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5260 Duncan Rd #1
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Product Name: Artist Bill Gimbel - Part 1 |::| Model#: ABGTHA122

Product Information: Model#: ABGTHA122
Product Description:
Artist Bill Gimbel:
A study in serendipity and simplicity Part 1

Thomas Hall writer for

November 24th, 2010 5:59

After being implored by an over-eager audience to perform her hit "Big Yellow Taxi," singer-songwriter-painter Joni Mitchell quipped, "That's the difference between a painter and a musician. No one ever said to van Gogh, 'Paint another Starry Night, man."' Perhaps not, but as Punta Gorda artist Bill Gimbel knows first hand, art can touch the soul just as deeply as music can.

Years ago, Gimbel painted a poignant scene of a little boy clutching his father's leg, his father's consoling right hand resting gently on the boy's head. He titled the work simply, "It's ok." But it wasn't. The dad died young and the boy went to live with his grandparents in Indiana. Years later, the three were visiting Florida and the boy spied the painting at an art show. "That's me!" he exclaimed to his stunned grandparents. As their tears and sobs underscored, art - good art - can be cathartic and confer closure.

For Bill Gimbel, art can also be serendipitous. You can't help but feel Norman Rockwell's influence in "It's ok." That's no coincidence. Gimbel studied Rockwell and is a huge fan of his World War II paintings, many of which appeared on the cover of the Saturday Evening Post. As fate would have it, in a chance encounter Gimbel met the everyman who served as the model for Rockwell's fictional private, Willie Gillis Jr. "Robert Otis Buck was sincere, affable, and of course, I got him to sign my copies of those covers," Gimbel recalls.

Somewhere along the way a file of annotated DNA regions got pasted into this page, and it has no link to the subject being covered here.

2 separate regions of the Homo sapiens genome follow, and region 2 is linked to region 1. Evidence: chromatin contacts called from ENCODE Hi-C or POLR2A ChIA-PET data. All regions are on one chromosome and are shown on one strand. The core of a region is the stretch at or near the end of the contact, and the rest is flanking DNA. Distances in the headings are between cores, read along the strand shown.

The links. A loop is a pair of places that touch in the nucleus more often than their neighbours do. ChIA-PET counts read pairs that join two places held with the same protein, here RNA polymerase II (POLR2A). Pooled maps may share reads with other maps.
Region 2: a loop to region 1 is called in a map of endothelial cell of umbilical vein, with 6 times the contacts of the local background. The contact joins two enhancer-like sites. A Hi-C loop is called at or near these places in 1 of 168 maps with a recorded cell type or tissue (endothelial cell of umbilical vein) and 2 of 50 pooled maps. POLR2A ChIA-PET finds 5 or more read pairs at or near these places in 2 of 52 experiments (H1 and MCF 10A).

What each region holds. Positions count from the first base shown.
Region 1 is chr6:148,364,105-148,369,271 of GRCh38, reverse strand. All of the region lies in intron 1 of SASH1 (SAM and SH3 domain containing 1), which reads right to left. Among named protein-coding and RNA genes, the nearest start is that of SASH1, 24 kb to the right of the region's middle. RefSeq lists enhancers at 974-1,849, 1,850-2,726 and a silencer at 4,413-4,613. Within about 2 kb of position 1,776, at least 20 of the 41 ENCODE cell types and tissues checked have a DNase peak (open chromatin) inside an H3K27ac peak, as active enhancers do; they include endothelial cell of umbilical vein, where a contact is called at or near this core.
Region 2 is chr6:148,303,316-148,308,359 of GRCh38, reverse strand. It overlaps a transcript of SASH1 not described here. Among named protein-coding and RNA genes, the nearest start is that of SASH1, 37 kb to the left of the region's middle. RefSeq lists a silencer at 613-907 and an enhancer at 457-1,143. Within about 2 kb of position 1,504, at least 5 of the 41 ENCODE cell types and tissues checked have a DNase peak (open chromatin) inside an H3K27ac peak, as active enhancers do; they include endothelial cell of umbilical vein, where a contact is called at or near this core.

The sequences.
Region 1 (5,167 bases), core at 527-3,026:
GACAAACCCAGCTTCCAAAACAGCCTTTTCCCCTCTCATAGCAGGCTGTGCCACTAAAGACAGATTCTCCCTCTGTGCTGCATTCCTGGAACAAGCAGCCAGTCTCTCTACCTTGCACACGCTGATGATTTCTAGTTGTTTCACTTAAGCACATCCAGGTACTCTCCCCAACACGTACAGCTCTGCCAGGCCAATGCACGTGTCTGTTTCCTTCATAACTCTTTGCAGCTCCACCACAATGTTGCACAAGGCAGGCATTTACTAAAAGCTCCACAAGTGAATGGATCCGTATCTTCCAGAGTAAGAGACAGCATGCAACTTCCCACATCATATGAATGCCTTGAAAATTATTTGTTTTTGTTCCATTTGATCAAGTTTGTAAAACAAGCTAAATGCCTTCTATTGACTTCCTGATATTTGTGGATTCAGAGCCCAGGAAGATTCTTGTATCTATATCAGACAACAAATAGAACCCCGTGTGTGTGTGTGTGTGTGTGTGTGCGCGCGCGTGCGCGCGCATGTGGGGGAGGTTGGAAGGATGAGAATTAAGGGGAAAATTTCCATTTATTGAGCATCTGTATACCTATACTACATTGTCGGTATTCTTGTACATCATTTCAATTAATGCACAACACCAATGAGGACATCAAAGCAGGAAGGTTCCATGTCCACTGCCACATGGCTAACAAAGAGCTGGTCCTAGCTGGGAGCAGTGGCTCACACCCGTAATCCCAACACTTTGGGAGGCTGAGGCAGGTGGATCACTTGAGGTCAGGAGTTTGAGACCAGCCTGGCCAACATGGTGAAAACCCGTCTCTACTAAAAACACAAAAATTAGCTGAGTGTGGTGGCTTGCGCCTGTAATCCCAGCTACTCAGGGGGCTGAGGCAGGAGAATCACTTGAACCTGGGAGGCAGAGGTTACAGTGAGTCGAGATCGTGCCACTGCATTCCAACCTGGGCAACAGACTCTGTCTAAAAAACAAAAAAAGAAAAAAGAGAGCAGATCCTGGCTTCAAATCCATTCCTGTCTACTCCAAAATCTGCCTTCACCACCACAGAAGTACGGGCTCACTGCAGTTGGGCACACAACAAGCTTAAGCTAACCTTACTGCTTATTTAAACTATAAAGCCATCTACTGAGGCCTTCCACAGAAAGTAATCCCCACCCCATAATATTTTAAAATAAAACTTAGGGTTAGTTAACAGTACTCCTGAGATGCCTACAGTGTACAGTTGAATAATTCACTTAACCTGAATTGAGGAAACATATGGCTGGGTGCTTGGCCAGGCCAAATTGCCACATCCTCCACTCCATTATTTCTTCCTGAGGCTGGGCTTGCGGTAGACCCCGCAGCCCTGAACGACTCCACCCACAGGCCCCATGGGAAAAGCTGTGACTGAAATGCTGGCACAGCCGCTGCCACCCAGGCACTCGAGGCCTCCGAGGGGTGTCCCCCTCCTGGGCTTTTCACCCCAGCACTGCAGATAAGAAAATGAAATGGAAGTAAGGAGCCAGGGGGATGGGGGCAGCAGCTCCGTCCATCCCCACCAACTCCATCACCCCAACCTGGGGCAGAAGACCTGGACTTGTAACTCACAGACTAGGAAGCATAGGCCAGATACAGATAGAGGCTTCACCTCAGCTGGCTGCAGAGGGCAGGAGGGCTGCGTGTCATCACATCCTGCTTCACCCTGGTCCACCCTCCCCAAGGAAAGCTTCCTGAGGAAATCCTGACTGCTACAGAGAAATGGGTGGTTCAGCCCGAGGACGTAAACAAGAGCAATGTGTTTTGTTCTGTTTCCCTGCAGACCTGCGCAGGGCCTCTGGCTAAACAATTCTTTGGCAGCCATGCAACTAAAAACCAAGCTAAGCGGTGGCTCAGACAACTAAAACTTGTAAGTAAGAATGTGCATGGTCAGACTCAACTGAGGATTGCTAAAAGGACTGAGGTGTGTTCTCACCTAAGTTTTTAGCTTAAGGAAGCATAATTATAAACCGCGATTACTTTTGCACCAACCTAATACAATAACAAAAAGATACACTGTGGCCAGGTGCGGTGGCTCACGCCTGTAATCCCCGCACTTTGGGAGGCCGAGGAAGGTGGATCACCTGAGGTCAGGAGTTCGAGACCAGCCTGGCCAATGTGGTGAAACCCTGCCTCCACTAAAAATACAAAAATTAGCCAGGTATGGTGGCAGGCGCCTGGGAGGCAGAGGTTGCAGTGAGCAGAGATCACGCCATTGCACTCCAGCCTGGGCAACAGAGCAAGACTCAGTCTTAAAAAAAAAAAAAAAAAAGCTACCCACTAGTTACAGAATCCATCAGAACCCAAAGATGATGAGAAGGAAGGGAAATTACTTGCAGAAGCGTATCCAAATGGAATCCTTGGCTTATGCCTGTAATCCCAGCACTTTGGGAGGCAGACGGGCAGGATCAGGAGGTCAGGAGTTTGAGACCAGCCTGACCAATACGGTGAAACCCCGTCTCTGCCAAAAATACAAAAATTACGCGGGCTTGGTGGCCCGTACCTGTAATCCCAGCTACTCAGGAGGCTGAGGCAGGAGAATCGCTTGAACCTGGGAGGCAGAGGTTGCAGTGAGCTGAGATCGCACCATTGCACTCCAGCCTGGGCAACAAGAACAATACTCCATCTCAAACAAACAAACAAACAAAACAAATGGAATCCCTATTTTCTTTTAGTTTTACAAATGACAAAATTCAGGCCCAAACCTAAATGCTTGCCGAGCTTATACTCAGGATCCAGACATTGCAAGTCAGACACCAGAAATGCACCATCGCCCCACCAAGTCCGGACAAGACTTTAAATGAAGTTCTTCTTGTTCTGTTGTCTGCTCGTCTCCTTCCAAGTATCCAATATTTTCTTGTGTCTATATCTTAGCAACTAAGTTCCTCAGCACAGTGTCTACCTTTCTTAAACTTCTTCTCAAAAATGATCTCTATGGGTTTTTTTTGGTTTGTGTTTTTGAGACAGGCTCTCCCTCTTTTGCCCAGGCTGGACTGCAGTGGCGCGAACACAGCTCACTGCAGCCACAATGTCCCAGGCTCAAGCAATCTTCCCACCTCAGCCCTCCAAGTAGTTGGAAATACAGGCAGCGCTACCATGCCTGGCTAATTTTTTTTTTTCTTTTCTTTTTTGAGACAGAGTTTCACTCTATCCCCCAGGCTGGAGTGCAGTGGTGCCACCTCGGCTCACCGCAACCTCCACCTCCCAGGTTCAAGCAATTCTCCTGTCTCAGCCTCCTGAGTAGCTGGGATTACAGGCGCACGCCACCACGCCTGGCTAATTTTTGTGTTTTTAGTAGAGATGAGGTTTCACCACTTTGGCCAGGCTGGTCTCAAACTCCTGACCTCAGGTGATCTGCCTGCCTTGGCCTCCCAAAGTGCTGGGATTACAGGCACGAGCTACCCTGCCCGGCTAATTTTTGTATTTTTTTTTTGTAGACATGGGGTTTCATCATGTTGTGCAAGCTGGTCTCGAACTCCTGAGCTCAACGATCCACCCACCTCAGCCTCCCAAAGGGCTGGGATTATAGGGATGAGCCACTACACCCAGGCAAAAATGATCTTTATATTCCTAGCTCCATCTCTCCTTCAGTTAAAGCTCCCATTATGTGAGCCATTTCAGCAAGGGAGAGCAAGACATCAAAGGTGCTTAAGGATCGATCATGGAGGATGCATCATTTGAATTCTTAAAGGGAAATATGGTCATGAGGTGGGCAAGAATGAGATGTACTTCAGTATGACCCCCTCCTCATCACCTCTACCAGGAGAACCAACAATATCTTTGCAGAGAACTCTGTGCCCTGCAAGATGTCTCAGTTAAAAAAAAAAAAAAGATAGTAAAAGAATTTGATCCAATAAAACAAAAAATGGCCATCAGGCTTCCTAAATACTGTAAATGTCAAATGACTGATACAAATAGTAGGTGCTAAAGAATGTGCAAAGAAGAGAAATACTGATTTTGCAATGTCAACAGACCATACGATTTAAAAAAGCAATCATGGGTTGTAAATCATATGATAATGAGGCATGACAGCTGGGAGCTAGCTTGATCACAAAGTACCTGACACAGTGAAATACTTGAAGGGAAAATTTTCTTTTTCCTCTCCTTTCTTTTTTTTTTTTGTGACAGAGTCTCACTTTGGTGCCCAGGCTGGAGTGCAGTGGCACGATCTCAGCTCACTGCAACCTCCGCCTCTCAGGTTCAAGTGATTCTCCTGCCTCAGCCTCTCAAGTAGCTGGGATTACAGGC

In another stroke of kismet, Gimbel painted a ramshackle ice house he happened upon while fishing Bull Bay one day. Some time later, the fish shack was destroyed by Hurricane Charley. "I went back out there after the storm and found some of the wood from the shack floating in the water." He used it to frame the painting and then serendipity struck again. The man who owned the shack, Randy Dunn, spotted the framed painting at a show. Not surprisingly, he purchased it on the spot.

"It's ok," another version of "Fish Shack," and Bill Gimbel's other works are currently on exhibition at newly-opened "GALLERY 122 WEST" in the Cherry Hill Antiques building in Arcadia, which Gimbel helped owner Marc Washicheck set up. But that's another story, and will be explored in Part 2 of this expose' on Punta Gorda artist Bill Gimbel.

To read more articles written by Tom Hall go to
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5260 Duncan Rd #1
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